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Press Release

New Web Site Offers Ventura County Residents Help for Mental Illness

August 2, 2006
Ventura County Star

OXNARD, Calif. – For the mentally ill and their families, the process of getting help can be daunting.

"We're asked for resources, housing and doctors," said Ratan Bhavnani, president of the Ventura County chapter of the National Alliance on Mental Illness. "We still get calls from family members who have no idea where to turn for help."

He said the task got easier with a new Web site the Ventura County Behavioral Health Department introduced Tuesday to families, clients and counselors.

The Network of Care site provides information on counseling services and low-cost insurance; an archive of news articles on mental health issues; message boards; details on pending legislation; explanations about medications and disorders for a general audience; links to other sites; information on support groups; and direct e-mail to legislators considering mental health bills. Also included are information and resources for people dealing with substance abuse.

Officials said all counties in California offer the Network of Care site. Locally, it is accessed at

The site is offered in English, with limited, hand-translated versions provided in six other languages, including Spanish. There is no fee for its use.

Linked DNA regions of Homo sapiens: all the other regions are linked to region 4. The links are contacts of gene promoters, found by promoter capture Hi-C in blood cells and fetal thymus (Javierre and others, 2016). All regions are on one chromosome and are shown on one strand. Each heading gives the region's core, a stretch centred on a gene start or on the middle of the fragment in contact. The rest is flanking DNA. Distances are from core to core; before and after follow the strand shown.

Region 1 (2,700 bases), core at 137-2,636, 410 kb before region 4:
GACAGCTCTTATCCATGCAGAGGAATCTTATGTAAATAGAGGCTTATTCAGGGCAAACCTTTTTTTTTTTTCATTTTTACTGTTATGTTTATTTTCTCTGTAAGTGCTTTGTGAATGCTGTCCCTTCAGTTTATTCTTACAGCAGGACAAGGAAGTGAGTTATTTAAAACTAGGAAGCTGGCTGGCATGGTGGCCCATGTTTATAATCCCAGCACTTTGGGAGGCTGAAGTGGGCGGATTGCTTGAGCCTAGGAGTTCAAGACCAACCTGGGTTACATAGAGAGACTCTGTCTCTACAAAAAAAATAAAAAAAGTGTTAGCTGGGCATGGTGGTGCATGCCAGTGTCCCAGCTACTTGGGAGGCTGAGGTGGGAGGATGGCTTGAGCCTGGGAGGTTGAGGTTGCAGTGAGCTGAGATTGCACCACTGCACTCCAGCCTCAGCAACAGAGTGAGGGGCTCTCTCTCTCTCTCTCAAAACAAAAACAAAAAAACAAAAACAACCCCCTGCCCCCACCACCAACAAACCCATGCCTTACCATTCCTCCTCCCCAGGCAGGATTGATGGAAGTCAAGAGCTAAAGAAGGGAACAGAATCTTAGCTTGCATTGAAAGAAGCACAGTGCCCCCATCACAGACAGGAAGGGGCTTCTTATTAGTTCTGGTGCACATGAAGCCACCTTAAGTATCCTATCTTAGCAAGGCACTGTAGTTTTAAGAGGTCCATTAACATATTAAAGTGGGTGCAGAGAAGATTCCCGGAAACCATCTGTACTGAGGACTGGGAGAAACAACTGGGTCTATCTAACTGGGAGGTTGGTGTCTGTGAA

Linda Shulman, director of Behavioral Health, said the site allows residents to find resources without having to spend a lot of time.

"Network of Care is an incredibly important project for people with mental illness in Ventura County and all of California," she said.

State mental health officials allowed funding from a voter-approved income tax on millionaires to underwrite the cost, which extended the site's offerings across California's 58 counties. But five counties, including Ventura, had already begun the effort on their own, said Kathy Sterbenc, publisher of Network of Care.

Trilogy Integrated Resources of San Rafael, which developed and maintains the site, charged Ventura County $20,000 for it.

Network of Care is constantly being revamped and updated, Trilogy senior consultant Stephen T. Marks told several clients and family members attending a how-to session Tuesday in Oxnard.

The group watched as Marks showed them the lineup, from directories of organizations to counseling centers with addresses linked to MapQuest.

Family members were particularly impressed with a link allowing them to e-mail every member of political committees considering legislation affecting the mentally ill. But they wanted more information on psychiatrists who would take Medi-Cal, the state insurance program for the poor and people with disabilities.

Bhavnani said the process of getting information has been disjointed in the past.

"This seems to put it all together in one place," he said.